Reactive Paint Possibilities

July 22, 2008

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When high technology meets industrial coatings, it’s not just a simple coat of paint anymore.

No one denies that advances in technology will change the way that buildings are maintained. However, the types of changes that will occur are open to speculation. In the painting and coating field, research from private corporations is leading to new colors, better coverage, faster drying times and lower VOC content. Continued advances in painting technology may bring about paints that react to impact, heat and other environmental changes.

Microencapsulation technology allows paint manufacturers to add dyes to paint. When the paint suffers an impact, the tiny capsules in the paint break and alter the color. Although the technology is meant for coating military aircraft, further research could yield reactive paint suitable for commercial or industrial purposes.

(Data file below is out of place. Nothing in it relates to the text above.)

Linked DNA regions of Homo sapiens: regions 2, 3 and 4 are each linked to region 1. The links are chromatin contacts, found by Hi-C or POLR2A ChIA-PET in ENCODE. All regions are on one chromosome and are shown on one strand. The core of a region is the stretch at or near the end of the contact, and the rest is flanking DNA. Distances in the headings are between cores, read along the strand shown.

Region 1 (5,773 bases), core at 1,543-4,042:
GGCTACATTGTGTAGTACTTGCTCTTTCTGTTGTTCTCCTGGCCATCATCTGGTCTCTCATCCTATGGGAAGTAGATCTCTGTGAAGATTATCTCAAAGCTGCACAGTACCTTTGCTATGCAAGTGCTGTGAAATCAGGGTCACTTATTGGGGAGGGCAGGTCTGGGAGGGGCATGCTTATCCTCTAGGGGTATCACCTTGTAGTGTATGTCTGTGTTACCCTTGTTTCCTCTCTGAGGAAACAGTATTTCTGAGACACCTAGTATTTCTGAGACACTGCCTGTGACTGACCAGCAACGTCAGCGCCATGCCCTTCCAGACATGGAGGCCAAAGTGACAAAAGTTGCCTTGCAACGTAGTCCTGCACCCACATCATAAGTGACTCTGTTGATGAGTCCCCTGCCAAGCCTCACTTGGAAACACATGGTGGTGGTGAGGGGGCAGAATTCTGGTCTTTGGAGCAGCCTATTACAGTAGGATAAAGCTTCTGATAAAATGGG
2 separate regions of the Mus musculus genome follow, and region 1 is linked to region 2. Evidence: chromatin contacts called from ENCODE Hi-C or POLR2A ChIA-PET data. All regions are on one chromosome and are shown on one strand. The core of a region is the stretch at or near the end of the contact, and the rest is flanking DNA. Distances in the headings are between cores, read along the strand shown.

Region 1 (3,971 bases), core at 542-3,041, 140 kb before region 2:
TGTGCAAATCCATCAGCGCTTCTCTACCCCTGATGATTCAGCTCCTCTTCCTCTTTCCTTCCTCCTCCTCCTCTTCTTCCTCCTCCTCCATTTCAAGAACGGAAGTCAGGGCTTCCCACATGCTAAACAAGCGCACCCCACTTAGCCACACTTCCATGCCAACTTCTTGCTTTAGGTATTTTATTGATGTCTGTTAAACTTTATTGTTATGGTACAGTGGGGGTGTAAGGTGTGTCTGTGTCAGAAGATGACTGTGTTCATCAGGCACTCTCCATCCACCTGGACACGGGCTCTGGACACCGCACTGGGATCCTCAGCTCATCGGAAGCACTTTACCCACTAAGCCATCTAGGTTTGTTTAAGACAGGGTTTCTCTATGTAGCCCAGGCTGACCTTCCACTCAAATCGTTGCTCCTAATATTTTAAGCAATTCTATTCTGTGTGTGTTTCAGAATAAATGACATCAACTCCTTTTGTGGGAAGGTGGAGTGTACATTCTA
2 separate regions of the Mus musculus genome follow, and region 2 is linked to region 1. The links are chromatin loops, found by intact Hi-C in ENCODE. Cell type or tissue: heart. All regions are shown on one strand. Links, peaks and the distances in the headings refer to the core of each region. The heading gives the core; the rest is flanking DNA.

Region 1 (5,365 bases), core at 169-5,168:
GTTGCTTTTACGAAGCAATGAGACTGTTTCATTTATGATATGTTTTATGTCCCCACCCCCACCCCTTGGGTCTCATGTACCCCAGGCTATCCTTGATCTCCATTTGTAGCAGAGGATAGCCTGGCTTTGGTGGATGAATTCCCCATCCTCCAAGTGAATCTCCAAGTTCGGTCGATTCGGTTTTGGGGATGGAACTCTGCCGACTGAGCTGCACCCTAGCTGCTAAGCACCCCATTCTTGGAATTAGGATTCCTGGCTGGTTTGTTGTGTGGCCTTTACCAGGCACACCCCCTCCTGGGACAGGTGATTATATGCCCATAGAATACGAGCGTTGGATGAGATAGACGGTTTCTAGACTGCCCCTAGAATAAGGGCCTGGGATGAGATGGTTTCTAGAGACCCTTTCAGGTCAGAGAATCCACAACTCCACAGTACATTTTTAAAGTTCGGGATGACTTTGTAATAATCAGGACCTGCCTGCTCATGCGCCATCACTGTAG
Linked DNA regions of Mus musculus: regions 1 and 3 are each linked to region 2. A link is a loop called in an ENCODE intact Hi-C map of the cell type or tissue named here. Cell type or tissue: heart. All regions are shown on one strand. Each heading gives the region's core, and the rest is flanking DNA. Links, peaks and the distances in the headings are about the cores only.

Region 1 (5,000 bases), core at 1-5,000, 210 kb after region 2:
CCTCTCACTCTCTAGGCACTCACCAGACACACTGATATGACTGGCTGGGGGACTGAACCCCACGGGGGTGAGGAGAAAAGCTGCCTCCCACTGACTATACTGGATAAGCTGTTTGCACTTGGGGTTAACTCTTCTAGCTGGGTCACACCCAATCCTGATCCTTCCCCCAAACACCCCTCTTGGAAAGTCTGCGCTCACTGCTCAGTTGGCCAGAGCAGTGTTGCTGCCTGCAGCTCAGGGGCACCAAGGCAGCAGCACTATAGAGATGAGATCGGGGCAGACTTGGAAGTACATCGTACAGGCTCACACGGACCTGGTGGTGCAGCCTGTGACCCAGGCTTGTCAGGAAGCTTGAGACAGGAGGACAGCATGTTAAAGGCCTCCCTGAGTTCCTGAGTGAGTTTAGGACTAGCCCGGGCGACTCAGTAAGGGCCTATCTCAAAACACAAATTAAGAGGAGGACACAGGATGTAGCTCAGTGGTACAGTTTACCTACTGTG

By changing the materials used to create the microcapsules, manufacturers could develop paints that register important environmental changes. The color changing paint could be an early warning system for structural steel, with the microcapsules tailored to release dye when the material is subjected to forces that are close to their maximum capacity. This would give building managers an early warning system for structural damage. Armed with this forewarning, damage to the structure could be limited and repair costs possibly reduced.

Although reactive paints are still in development, their possible uses can be an important boost to safety in a commercial or manufacturing setting. Reactive paint could be developed to react to heat, the presence of certain chemicals, radiation and many other environmental factors are commonly encountered in modern industry.

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